Three of the Foundries in Philadelphia are occupied almost exclusively in casting Hollow-ware and Hardware Goods, which are subsequently enameled or tinned. The establishment of one of these, that of Messrs. STUART & PETERSON, is probably more extensive than any other of the kind in the Union. In this manufacture great care is necessary in the selection and commixing of the different brands of Iron, in order to obtain castings of proper tenacity ; and after such are obtained, the inside surface of the ware must be made smooth and bright to protect the enamel. In England this is effected by turning the article in an ordinary foot-lathe, the tool being guided by hand ; but the inhalation of particles of Iron proved most destructive to the lives of the operatives. The firm above alluded to, employ for this purpose self-acting tools or lathes, the invention of their master-machinist; and so admirably do they conform to the irregularities of the surface to be turned, that they seem to be endowed with almost human  intelligence. 
The products of this establishment embrace a great variety of 
Culinary and Household articles -- Pots, Kettles, Stew-Pans, and other articles, from the smallest to the largest, as Caldrons, &c. 
They deserved "very great credit for their successful efforts in competing with foreign manufactures."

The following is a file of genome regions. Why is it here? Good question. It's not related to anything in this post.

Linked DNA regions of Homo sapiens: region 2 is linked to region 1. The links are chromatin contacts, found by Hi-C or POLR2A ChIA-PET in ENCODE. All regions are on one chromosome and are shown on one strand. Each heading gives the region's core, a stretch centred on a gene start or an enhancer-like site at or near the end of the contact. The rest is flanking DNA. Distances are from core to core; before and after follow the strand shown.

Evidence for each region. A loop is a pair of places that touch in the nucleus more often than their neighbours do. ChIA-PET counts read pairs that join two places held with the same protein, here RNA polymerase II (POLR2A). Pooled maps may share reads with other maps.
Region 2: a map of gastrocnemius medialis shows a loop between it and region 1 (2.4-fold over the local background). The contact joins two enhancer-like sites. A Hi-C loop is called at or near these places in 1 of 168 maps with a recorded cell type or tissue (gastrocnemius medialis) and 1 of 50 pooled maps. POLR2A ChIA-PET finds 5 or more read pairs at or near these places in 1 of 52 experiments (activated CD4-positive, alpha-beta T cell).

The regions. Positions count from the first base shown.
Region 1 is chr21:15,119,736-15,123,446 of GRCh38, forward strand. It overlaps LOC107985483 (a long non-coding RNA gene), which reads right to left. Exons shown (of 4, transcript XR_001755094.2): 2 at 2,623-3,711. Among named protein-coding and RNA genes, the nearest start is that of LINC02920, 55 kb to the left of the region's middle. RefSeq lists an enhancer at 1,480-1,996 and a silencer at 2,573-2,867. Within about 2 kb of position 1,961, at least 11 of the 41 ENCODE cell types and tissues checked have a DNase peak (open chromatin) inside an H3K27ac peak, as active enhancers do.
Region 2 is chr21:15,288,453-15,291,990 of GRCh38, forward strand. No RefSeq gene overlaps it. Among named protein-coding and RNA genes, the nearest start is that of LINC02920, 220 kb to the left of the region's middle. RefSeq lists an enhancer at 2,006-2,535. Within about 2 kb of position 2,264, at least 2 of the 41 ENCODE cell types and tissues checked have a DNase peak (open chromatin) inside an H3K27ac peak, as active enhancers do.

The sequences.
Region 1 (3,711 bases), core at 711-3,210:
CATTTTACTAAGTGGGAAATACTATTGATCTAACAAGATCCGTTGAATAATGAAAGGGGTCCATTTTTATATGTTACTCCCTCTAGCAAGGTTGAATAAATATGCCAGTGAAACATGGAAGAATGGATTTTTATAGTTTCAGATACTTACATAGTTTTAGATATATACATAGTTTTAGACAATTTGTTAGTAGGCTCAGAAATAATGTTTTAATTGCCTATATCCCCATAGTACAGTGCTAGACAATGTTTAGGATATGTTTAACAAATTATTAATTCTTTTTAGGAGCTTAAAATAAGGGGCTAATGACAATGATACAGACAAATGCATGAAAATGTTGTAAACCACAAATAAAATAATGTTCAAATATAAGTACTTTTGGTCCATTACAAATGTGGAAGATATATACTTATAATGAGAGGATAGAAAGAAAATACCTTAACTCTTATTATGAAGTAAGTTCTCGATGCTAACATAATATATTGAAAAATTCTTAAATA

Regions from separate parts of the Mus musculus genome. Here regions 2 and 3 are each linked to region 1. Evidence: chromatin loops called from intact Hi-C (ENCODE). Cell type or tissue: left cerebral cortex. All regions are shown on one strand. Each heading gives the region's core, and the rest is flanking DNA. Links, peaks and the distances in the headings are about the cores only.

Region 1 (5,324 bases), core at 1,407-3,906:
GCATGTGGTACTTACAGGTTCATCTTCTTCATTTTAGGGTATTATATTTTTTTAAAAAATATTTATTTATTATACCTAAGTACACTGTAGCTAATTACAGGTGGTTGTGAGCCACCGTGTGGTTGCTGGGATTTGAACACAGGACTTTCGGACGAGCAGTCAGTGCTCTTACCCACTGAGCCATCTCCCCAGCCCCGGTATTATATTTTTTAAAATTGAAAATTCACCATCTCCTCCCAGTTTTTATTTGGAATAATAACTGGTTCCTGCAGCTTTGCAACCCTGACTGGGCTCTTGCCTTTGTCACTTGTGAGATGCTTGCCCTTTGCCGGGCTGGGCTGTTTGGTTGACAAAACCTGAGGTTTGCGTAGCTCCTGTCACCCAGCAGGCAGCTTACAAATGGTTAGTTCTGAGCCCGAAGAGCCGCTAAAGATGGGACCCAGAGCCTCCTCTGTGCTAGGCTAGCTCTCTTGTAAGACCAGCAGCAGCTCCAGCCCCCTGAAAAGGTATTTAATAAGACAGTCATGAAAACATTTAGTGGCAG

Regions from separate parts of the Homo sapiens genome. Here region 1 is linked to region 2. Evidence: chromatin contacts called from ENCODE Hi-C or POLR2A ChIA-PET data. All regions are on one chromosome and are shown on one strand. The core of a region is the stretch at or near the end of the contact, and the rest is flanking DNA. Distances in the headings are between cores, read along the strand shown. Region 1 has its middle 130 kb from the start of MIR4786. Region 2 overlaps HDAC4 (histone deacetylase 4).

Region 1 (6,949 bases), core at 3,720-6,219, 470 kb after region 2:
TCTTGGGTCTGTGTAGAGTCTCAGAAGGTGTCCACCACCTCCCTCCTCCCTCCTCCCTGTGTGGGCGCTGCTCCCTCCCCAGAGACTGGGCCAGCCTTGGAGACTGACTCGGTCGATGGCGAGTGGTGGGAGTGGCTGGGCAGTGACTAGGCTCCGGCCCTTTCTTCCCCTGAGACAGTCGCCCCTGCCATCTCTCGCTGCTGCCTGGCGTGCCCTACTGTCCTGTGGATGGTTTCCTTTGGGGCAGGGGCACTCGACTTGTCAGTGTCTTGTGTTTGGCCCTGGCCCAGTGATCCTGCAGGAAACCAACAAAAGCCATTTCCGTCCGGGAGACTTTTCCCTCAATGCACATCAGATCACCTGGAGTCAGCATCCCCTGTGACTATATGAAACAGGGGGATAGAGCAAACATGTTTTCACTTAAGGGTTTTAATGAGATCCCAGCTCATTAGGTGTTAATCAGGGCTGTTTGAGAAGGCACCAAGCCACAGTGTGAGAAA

Ten years later, Freedley repeated and extended his laudatory description of the company and its products:

The firm that have attained pre-eminent distinction in the manufacture of Tinned and Enamelled Hollow-ware is that of Stuart, Peterson & Co., on Noble street above Thirteenth. The foundry of this firm occupies an area of sixty thousand square feet, requiring to cover it an acre and a half of Slate Roofing. The moulding floor is in the form of a square, having a superficial area of twenty-two thousand five hundred square feet. Almost three hundred workmen are furnished employment constantly, and four thousand tons of American Iron are consumed annually.
This firm, by the adaptation of ingenious machinery, have so completely surpassed all foreign competitors in the production of Tinned and Enamelled Iron ware, that articles of their manufacture have a preference in all markets in the world. A detailed account of some of the processes and machines that are peculiar to this establishment will be found in Bishop's History of American  Manufactures, to which the curious reader is referred. [p. 401]

[They also] produce about five hundred Stoves a week, or twenty-seven thousand in a year. They make all kinds and styles of Stoves that are in demand, and employ six persons whose business is exclusively to originate and prepare new patterns and designs of Stoves and Heating Apparatus. [p. 458].
Stuart & Peterson's in 1862, five years after Cresson's withdrawal.  The foundry -- the largest building in the 1846 engraving -- is the big shed with distinctive roof ventilators  on the right of this view of the property.  The 1846 viewpoint was not of the Willow street frontage but from the open space then behind it, now enclosed and filled in.